Paradise (Morrison)

I am certain that I have little new to say about Morrison’s writing. When it’s good, it’s very good. When it’s not very good, it’s breathtakingly brilliant. The story, framed by an act of so many kinds of violence, is compelling, if familiar. An all-black town. A seeming utopia. (No one dies.) One generation becomes the next and the oven and its much debated inscription evolve. Things, quite simply, change. And when things change, someone / something must be to blame.

Morrison establishes her usual array of dichotomies. The founders and the followers. The dark-skinned blacks and the light-skinned ones. The town and its outskirts. Paradise and reality. Heaven and earth. And she has the majesty to pull this all off with a book that begins, “They shoot the white girl first” and only gets better.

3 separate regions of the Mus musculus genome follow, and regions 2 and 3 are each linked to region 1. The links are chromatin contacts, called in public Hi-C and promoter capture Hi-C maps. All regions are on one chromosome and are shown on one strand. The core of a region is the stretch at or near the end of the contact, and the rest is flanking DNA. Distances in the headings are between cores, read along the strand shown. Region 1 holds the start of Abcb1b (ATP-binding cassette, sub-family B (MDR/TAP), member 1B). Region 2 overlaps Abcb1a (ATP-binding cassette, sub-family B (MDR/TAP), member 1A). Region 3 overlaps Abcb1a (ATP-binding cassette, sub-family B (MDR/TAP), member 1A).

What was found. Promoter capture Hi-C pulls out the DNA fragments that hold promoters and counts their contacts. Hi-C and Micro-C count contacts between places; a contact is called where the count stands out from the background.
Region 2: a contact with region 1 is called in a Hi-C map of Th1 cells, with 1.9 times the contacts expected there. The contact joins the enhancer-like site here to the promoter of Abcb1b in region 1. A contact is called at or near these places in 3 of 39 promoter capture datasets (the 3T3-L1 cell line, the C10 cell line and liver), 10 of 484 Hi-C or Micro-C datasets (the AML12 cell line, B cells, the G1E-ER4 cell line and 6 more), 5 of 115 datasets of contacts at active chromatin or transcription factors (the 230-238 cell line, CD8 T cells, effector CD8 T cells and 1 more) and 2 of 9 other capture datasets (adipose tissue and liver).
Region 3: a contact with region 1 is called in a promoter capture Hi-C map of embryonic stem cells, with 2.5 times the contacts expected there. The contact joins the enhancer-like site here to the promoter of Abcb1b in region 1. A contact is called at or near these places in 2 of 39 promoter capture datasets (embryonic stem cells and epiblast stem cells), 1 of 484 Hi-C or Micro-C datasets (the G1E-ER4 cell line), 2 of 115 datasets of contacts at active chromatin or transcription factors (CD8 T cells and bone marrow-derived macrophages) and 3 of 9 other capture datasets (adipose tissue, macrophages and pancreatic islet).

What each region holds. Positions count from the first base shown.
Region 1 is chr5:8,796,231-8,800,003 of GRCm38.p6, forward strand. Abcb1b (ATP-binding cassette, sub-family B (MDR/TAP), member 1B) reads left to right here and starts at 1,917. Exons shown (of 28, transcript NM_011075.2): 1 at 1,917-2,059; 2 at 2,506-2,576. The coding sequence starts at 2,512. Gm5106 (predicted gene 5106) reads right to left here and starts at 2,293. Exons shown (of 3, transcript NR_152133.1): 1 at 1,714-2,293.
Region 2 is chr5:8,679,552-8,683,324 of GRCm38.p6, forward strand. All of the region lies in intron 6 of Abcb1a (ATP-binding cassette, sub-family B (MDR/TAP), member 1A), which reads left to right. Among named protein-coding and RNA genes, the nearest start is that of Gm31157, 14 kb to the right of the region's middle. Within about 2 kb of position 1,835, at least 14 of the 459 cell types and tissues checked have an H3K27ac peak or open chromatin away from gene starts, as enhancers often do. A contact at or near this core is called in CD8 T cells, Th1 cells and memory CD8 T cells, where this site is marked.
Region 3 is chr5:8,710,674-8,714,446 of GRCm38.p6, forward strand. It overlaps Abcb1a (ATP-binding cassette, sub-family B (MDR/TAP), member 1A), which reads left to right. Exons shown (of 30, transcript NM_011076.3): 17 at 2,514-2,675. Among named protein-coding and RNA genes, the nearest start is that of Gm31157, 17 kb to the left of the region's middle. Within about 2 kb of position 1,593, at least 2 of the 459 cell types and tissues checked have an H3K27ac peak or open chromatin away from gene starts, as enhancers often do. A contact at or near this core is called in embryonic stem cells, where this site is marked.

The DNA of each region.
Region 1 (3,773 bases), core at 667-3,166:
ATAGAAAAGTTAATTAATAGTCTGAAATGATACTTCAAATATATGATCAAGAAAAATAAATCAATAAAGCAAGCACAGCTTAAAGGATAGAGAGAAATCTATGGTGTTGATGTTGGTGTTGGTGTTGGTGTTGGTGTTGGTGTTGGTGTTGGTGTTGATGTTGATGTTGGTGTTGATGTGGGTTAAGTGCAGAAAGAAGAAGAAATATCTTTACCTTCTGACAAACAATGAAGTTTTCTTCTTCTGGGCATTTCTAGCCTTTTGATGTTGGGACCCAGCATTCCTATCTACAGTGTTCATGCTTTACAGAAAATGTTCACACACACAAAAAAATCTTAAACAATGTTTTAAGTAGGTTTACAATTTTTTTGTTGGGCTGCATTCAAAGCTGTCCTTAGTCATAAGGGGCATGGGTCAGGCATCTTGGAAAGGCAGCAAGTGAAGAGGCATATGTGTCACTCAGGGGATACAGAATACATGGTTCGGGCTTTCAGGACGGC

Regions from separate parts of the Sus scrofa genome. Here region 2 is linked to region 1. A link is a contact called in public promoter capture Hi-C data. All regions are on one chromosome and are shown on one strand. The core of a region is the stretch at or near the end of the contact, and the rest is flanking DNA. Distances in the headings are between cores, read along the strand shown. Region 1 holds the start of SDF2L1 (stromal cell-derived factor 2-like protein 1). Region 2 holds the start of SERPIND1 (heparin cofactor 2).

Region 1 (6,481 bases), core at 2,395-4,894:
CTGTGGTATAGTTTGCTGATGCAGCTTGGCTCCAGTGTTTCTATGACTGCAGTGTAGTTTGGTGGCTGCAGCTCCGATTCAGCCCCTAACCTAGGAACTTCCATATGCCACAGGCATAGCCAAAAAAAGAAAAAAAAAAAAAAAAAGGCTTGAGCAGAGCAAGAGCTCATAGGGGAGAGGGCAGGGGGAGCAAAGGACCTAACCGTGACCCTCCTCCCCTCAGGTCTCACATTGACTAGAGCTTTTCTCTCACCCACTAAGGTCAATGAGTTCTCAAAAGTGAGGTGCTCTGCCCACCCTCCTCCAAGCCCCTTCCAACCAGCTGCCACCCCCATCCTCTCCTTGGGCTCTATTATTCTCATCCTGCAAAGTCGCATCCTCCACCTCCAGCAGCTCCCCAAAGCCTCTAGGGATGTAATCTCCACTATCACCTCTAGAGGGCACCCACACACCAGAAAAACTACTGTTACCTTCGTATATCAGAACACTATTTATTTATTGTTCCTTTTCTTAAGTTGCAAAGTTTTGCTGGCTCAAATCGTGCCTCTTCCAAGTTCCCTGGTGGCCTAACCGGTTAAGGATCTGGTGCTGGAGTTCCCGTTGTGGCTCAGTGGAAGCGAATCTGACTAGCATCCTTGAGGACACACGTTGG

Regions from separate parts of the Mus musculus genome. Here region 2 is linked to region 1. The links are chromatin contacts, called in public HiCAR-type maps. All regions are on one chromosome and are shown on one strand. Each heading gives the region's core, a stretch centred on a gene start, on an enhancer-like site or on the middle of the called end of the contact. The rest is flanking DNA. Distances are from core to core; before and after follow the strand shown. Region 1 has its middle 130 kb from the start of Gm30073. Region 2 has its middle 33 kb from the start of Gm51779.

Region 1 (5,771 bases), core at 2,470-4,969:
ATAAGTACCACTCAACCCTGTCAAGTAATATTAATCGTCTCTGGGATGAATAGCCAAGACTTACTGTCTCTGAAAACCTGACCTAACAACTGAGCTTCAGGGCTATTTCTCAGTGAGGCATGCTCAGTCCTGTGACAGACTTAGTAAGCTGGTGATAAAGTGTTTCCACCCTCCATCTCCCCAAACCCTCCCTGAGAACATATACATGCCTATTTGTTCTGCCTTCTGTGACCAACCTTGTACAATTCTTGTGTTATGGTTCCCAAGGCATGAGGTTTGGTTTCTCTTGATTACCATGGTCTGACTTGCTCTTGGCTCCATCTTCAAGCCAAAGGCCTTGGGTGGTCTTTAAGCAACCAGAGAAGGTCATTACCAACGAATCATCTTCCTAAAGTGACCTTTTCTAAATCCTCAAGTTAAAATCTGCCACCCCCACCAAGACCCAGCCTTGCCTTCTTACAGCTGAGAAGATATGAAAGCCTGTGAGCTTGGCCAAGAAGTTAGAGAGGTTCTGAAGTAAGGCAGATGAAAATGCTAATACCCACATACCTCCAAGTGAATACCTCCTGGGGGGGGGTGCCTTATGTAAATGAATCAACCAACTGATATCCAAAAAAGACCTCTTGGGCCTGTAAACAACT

To be fair, I probably couldn’t pass a test on this novel right now. With Morrison, I always find I am entering into a story in the middle, and that there are bits and pieces I’m expected to know. But I’m okay with that. The book, both in its broad strokes and its finer details, will resonate with me for a long time.


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